The second in a series of reflections following a visit to Rome to discover its links with the early Christian church and the church as it is today
Up until a month ago I had never heard of a saint called Egidio, and even when I found out that it was the Italian translation of St Giles I had to look up who he was. Having done so I discovered that Giles was a hermit monk who lived deep in a forest with only a hind [female deer] for company. One day when the king and his retinue came a-hunting, an arrow, intended for the deer, struck and wounded Giles and thereafter he became the patron saint of those who were physically and mentally challenged and as a consequence were often those cast out from society.
It was therefore entirely appropriate when a community of lay Christians chose the church of Sant’Egidio in the Trastevere area of Rome to become a centre for continuous prayer and welcome for the poor and pilgrims. This was back in 1968 and since then the work that the community has done since and is still doing amongst the poor, the homeless, the dispossessed and quite frankly the unloved has been amazing.
Each of you must give as you have made up your mind, not reluctantly
or under compulsion, for God loves a cheerful giver – 2 Corinthians 9:7
When one thinks of giving it is often in the sense of a monetary capacity – donations to various charities, towards the upkeep of our churches, payrolling the official ministry team – but at Sant’Egidio’s the giving is from the heart, entirely voluntary and selfless. All of the volunteers are lay members of the church, often with full-time paid employment or family commitments who agree to be part of the community as regularly and as often as they can; not simply as an occasional act of philanthropy but as an inclusive life-choice.
Their main work is in solidarity with the poor and homeless who end up for a multitude of reasons on the streets of Rome, and who each day are welcomed into the Centre for a meal, use of the washing facilities (both bodies and clothes) and healthcare through the medical centre. The meals themselves are not simply doled out – care and attention is paid to offer a proper substantial meal, with fruits and drinks, presented on cloth-covered tables, proper cutlery and served by the helpers with smiles and respect. At Christmas time this meal turns into a huge banquet served in the church itself with personalised… yes personalised presents for each and every person there.
‘When you give a luncheon or a dinner, do not invite your friends or your brothers or your relatives or rich neighbours, in case they may invite you in return, and you would be repaid. But when you give a banquet, invite the poor, the crippled, the lame, and the blind. And you will be blessed, because they cannot repay you’ Luke 14:12-14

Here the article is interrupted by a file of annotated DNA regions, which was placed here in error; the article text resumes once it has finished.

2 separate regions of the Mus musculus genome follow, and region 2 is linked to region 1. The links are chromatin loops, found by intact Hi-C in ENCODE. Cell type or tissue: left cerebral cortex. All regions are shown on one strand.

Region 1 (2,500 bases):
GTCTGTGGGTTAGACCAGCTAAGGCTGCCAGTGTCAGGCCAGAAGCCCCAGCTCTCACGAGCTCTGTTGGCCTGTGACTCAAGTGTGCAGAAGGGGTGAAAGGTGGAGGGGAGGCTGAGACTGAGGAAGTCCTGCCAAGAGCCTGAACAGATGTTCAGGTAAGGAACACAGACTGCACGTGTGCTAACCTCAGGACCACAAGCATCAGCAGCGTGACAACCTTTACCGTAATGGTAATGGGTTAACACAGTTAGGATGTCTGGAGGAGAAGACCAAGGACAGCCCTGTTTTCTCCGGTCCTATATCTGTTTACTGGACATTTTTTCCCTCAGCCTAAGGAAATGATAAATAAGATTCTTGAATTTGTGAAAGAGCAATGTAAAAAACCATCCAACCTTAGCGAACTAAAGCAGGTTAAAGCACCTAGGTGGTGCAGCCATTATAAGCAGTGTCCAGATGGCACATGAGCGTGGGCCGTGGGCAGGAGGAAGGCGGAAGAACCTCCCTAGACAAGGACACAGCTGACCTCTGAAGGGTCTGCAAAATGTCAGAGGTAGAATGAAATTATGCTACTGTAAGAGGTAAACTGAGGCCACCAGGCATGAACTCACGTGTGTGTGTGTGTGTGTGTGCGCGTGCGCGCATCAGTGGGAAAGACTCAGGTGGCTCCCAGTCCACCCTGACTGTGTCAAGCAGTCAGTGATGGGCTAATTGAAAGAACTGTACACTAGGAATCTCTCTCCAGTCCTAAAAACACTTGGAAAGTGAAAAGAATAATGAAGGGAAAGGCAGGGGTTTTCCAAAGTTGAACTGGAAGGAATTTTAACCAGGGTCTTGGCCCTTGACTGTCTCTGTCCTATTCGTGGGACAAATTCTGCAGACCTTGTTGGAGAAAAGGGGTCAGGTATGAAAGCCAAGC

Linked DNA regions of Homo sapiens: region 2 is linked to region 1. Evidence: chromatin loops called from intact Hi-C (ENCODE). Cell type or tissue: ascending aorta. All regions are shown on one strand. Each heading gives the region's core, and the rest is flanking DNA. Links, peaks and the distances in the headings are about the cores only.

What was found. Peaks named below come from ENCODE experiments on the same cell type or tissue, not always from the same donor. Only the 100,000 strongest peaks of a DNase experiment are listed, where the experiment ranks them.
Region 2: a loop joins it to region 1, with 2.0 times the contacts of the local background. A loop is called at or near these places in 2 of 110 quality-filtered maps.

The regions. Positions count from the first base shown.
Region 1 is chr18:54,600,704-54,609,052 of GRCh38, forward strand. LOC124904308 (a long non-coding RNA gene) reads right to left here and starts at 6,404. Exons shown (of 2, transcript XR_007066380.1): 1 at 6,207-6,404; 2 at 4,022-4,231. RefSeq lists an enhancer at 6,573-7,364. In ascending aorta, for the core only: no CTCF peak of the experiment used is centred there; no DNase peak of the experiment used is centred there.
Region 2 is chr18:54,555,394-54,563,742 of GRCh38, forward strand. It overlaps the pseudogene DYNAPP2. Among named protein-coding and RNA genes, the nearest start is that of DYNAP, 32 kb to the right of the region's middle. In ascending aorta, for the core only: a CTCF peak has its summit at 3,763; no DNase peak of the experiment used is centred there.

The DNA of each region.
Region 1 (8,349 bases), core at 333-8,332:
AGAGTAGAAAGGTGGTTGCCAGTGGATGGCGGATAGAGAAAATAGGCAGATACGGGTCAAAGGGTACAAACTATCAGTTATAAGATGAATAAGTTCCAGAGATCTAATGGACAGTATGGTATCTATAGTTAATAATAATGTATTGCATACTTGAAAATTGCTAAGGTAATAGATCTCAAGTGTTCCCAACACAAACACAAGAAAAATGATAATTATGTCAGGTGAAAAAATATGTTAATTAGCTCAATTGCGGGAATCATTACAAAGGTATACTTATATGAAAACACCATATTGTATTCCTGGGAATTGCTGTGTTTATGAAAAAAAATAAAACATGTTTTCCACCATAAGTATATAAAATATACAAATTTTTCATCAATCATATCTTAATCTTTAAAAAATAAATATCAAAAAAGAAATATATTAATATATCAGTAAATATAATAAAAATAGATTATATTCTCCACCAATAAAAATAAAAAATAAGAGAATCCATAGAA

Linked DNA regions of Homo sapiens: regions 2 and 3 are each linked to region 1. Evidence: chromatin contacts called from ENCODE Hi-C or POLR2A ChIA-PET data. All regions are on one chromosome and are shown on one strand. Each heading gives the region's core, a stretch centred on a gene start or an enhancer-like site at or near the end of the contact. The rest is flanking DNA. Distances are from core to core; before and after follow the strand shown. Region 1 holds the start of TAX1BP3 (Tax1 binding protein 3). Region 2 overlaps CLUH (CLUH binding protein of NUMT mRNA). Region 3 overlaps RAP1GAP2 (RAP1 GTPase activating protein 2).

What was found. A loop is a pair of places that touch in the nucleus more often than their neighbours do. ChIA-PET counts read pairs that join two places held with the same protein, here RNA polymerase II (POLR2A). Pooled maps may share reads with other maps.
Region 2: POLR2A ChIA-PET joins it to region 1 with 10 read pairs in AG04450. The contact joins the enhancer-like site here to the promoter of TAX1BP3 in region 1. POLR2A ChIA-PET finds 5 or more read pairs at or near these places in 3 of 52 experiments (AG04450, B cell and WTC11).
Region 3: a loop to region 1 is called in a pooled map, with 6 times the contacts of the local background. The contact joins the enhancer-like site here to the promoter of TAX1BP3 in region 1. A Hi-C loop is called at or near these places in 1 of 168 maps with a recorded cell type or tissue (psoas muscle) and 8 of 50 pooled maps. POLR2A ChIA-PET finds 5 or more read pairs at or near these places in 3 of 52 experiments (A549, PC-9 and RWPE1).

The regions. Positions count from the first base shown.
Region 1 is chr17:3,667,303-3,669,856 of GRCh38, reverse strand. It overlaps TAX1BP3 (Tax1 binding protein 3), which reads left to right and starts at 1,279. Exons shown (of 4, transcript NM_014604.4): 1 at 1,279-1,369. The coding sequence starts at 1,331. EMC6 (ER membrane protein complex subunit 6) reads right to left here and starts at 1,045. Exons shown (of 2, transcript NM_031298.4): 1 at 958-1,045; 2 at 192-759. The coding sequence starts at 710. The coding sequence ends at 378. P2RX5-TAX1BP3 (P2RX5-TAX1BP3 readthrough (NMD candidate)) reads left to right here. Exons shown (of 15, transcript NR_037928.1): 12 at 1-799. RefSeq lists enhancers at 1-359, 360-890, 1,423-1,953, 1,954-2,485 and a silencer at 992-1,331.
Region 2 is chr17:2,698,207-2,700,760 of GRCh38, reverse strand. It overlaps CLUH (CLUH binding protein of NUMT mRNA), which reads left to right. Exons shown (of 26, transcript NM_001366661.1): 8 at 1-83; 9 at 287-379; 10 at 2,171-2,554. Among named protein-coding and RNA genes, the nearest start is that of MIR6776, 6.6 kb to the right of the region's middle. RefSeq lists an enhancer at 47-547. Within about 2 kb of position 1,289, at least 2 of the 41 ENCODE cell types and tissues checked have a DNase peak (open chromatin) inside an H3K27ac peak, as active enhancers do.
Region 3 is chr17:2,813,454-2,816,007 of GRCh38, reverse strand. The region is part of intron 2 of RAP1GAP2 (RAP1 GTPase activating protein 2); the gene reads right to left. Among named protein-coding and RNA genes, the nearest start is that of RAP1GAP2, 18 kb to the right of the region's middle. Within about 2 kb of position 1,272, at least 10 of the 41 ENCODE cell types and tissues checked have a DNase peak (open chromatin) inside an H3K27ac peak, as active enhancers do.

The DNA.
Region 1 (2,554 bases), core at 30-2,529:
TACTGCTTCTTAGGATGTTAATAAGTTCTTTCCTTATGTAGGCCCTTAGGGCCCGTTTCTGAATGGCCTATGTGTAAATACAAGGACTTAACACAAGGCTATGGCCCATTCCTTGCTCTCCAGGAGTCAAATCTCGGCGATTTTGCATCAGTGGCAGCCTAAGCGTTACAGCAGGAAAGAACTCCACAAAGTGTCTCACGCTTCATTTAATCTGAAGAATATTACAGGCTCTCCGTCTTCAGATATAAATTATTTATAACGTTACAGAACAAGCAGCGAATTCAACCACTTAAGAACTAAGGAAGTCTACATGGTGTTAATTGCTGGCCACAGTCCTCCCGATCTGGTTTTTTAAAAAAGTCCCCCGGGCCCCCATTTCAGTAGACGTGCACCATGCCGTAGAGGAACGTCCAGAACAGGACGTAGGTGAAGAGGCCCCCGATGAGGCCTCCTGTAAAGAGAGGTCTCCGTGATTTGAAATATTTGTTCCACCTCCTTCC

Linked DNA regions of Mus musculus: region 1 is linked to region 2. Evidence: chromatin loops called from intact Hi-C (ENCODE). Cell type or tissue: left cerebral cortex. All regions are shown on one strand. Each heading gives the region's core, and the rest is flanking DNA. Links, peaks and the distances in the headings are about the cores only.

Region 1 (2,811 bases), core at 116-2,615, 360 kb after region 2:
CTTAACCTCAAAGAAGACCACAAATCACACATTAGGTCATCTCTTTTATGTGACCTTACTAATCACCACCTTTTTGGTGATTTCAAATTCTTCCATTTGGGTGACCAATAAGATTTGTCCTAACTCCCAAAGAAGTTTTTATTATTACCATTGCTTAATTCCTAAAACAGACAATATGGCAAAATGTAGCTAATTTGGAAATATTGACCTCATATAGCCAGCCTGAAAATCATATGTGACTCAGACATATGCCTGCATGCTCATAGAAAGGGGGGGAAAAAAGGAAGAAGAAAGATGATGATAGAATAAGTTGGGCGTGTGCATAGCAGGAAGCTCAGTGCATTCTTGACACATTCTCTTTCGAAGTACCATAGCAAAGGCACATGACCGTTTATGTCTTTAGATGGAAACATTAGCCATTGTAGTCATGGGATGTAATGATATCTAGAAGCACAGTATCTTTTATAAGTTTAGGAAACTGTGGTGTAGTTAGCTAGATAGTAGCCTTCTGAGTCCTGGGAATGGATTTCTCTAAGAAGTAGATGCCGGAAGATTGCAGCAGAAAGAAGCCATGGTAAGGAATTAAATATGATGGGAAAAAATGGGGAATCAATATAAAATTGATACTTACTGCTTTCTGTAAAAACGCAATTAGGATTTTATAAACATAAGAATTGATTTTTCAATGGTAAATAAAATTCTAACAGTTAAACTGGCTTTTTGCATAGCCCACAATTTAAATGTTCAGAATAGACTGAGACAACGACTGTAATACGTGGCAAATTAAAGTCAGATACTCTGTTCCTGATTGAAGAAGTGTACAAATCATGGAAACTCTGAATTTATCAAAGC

The Community also provides spiritual support to those in need because the heart and the life of the community is in communicating the Gospel both in word and action. Each day prayers are offered at both morning and evening worship. However, it is often spiritual matters of a more practical nature that are of concern. Many of the street people have been abandoned by or lost touch with their families and they are worried about what will happen to them when they die. Here the community steps in to reassure them that even at this moment they can rest assured that as part of the community family they will receive a proper funeral and their memories will be treasured through continuing prayer.
The work of the community doesn’t stop at acting responsively, it is also proactive and its project in setting up and running a restaurant staffed by a unique mix of ‘amico and amica’ – some of whom have learning disabilities – is a great success which is drawing comments from neighbouring establishments who are now beginning to be more inclusive in their own choice of staffing – and the food is delicious too!
Other projects that the community is involved in are working with immigrants, refugees and the Roma people to overcome language barriers where bureaucracy is involved and running ‘Schools of Peace’ for families and children. They are also active in ecumenical dialogue, which is just one of the reasons we were welcomed so warmly during our visit.
All in all I came away from the experience feeling incredibly uplifted by the sheer demonstration of what can be achieved when we choose to live our lives wholly sacrificially – because joy certainly abounds when Christ is placed at the centre of everything.
More information about the work of the community can be found here: http://www.santegidio.org/